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Hardware watchpoints; dealing with false triggers?

I'm wondering how/if gdb deals with false hardware watchpoint triggers. 
Depending on how your hardware watchpoints are implemented, you could
run the risk of having to watch a larger area than what the watched
variable actually occupies in memory.

I've looked at the i386 hardware watchpoint implementation in gdb, and
read chapter 15 of the Intel Architecture Software Developer's Manual
Volume 3 about the debug registers, but I can't tell if it's susceptible
to false triggers.  The i386 breakpoint registers can only deal with 1,
2, and 4-byte sized areas, so watching a 4-byte aligned 3-byte struct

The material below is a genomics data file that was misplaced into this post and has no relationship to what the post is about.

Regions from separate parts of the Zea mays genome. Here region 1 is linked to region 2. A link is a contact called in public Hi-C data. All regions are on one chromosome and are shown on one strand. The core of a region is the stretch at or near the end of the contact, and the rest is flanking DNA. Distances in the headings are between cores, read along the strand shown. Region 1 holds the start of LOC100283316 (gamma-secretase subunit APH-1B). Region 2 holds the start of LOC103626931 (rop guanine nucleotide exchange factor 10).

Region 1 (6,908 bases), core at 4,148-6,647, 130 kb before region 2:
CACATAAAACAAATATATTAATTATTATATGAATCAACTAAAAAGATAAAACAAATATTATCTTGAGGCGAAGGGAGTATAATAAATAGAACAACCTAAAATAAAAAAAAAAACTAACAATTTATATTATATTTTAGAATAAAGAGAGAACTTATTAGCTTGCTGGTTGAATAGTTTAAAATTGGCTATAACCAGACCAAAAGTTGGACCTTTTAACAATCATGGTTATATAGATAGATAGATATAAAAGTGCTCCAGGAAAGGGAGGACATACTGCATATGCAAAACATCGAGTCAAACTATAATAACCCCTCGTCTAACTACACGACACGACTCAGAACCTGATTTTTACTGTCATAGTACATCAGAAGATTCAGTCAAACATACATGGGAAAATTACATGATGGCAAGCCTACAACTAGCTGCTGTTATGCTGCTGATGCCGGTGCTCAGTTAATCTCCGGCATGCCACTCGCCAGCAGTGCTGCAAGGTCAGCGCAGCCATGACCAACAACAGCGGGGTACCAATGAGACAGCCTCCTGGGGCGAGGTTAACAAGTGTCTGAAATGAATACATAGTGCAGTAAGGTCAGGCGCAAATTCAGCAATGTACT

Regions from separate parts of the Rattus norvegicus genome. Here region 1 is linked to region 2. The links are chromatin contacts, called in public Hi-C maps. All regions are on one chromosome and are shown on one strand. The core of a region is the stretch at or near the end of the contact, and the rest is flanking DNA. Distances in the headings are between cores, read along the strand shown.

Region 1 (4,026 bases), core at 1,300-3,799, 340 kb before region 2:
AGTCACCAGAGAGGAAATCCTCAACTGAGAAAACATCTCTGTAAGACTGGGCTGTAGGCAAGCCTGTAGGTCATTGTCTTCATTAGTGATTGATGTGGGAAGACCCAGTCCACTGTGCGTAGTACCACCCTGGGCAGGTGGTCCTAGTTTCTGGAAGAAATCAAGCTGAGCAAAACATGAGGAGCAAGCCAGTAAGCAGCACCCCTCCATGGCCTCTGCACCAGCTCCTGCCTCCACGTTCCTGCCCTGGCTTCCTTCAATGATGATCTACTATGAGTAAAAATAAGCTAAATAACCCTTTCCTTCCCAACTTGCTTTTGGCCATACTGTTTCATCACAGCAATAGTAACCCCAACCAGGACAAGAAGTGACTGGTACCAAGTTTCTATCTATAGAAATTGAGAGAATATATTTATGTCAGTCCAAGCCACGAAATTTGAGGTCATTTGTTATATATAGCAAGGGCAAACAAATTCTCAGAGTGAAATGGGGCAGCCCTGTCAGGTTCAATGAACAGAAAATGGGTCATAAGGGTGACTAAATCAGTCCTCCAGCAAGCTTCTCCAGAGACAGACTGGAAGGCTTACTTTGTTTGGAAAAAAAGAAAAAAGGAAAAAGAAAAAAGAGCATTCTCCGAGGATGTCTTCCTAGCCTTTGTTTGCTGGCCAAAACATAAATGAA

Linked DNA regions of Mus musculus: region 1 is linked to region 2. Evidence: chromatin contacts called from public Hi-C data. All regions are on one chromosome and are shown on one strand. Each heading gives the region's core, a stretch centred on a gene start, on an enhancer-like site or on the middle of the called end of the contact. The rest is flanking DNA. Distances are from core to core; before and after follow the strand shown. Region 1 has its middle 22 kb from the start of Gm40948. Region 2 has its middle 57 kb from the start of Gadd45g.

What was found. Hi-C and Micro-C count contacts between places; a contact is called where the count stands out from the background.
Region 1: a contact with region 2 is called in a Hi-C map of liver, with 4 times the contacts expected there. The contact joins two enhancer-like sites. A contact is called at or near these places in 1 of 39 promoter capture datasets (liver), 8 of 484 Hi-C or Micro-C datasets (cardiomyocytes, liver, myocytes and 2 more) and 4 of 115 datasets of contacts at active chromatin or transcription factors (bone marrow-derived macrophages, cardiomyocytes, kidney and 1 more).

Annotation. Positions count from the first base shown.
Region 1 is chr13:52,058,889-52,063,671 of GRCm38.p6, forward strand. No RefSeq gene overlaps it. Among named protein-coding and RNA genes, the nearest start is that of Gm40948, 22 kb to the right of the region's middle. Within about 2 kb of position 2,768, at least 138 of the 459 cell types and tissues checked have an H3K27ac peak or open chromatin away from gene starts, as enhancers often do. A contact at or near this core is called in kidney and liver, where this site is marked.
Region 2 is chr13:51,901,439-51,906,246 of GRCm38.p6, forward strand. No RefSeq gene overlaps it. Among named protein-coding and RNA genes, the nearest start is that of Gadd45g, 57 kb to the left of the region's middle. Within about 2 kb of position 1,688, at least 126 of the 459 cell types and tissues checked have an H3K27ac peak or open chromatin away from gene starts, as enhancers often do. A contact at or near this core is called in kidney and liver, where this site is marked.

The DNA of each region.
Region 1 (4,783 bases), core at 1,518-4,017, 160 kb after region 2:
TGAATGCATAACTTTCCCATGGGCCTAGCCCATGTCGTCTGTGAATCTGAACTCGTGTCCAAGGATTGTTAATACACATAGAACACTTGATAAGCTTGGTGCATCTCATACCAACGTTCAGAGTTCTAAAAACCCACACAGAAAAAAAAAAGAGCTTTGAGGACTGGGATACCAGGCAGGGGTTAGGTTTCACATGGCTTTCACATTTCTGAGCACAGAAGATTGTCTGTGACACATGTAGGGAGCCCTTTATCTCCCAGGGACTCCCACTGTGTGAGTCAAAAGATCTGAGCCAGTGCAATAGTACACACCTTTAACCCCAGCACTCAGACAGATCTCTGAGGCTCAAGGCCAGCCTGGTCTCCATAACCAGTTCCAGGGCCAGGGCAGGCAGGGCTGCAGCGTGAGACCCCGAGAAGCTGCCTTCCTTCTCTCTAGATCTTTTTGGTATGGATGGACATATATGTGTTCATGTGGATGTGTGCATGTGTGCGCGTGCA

seems to use two of the i386's debug registers (watching 2 and 1 bytes,

But consider the following: say your watchpoint registers can only watch
4-byte aligned areas of 4 bytes, but you want to rwatch (or awatch) an
unaligned variable of size 4 bytes.  You'd have to use two watchpoint
registers, both covering too much, like this:

Variable to watch:      | 0 1   2 3 |
Watchpoints:        | 0 1 2 3 | 0 1 2 3 |
                        wp1       wp2

Now, say a there's a read of wp1's byte 0.  The hardware would trigger,
but it would be a false trigger.  Gdb would somehow have to find out the
actual address that was read and if it was found to be outside of the
variable's range it would not trigger the watchpoint.  (For the current
write watchpoint implementation in gdb, false triggers wouldn't be a
problem, since the value of the variable wouldn't change.)

I guess some new target hooks could be needed, but besides that: are
there any major obstacles for implementing such target-dependent false
trigger handling in gdb?

Orjan Friberg
Axis Communications AB

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